The First Income Tax
In 1863, the federal government collected the first income tax. This graduated tax was similar to the income tax we pay today. Those who earned $600 to $10,000 per year paid at a rate of 3 percent. A higher rate was paid by those who earned in excess of $10,000. A flat-rate tax was imposed in 1867. Five years later, in 1872, the national income tax was repealed altogether.
Spurned on by the Populist Party's 1892 campaign, Congress passed the Income Tax Act of 1894. This act taxed 2 percent of personal income that was more than $4,000, which only affected the wealthiest citizens. The income tax was short-lived, as the U.S. Supreme Court struck it down only a year after it was enacted. The justices wrote that, in their opinion, the income tax was unconstitutional because it failed to abide by a Constitutional guideline. This guideline required that any tax levied directly on individuals must be levied in proportion to a state's population.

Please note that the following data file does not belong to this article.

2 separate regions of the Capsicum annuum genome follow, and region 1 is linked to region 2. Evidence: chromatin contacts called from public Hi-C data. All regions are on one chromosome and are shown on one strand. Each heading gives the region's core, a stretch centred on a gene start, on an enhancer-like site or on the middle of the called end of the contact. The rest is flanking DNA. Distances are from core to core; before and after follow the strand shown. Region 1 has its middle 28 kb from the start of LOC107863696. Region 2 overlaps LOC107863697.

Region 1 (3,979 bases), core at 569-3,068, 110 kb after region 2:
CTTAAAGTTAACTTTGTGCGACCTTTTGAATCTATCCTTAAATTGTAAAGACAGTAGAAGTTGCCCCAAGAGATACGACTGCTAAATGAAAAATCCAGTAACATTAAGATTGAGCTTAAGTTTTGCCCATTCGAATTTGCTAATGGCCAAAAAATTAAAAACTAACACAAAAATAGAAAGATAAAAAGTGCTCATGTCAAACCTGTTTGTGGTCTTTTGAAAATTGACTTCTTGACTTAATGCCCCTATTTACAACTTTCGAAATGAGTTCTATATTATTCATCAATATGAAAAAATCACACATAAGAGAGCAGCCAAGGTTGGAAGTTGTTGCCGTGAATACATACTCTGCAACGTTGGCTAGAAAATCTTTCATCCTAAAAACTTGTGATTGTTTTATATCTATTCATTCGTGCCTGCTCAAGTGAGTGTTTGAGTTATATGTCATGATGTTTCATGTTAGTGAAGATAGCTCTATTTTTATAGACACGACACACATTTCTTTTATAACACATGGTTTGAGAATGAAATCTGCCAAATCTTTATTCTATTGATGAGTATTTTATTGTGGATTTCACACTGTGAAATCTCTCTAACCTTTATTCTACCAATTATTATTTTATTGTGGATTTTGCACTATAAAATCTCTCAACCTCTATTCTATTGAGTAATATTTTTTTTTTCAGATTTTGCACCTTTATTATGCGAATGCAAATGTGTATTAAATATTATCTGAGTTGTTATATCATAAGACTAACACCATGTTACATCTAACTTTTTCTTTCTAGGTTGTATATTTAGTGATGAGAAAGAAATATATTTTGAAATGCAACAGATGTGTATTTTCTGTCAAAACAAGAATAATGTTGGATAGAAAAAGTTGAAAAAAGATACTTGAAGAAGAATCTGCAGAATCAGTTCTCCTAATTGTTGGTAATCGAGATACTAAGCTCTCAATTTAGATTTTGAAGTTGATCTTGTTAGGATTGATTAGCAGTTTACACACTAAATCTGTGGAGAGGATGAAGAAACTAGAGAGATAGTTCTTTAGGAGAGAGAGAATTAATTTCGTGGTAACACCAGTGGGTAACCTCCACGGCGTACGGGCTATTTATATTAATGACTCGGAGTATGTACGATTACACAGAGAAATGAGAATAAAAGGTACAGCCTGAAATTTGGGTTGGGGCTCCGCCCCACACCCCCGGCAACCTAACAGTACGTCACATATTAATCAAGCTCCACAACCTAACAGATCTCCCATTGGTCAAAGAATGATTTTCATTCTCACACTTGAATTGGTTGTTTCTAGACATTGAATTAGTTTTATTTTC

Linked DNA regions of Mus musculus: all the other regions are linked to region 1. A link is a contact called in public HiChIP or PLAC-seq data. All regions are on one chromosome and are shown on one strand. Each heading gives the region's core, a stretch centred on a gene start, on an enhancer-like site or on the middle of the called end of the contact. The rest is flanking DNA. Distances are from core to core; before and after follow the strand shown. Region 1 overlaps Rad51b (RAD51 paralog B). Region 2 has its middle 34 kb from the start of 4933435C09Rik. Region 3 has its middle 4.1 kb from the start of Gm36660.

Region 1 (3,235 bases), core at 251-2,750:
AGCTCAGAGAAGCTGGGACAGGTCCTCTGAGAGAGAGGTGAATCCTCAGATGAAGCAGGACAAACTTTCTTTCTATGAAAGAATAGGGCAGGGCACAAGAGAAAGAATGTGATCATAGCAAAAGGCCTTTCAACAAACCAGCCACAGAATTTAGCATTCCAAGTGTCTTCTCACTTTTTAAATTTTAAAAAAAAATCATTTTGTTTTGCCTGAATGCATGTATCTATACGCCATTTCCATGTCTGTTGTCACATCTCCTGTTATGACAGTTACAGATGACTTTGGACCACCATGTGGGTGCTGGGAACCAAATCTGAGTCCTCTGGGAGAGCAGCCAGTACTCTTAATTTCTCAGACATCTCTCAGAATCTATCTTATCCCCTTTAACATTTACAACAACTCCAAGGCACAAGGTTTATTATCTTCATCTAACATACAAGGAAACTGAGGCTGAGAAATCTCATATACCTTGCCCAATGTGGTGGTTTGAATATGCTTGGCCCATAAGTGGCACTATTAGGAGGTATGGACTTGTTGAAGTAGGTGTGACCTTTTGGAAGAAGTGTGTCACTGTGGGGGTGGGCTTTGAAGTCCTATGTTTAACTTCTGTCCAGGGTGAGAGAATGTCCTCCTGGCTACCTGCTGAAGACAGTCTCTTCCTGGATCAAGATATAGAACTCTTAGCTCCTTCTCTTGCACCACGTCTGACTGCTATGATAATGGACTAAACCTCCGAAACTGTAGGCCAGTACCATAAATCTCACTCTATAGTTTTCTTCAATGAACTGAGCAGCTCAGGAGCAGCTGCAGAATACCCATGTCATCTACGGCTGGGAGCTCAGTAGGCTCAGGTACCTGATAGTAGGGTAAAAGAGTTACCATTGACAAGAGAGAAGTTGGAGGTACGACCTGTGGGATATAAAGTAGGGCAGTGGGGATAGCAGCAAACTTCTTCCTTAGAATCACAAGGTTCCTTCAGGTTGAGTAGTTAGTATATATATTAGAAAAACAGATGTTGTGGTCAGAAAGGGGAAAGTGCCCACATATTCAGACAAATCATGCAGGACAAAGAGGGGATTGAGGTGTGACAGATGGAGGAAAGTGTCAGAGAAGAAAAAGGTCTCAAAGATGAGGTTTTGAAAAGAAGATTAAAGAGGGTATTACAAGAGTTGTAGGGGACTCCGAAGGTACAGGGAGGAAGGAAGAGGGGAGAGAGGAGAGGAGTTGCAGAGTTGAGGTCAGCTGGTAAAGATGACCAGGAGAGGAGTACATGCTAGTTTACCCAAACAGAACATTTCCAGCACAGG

In 1913, the income tax became a permanent part of the U.S. government. Congress avoided the constitutional roadblock mentioned above by passing a constitutional amendment. The 16th Amendment reads, "The Congress shall have power to lay and collect taxes on incomes, from whatever source derived, without apportionment among the several states, and without regard to any census or enumeration." The 16th Amendment gave the government the power to levy taxes on individuals regardless of state population. The Underwood Tariff Act of 1913 included an income-tax section that initiated the system we use today. During World War II, the federal government began withholding taxes, also known as the pay-as-you-earn taxation system. This gave the government the steady flow of money needed to finance the war effort.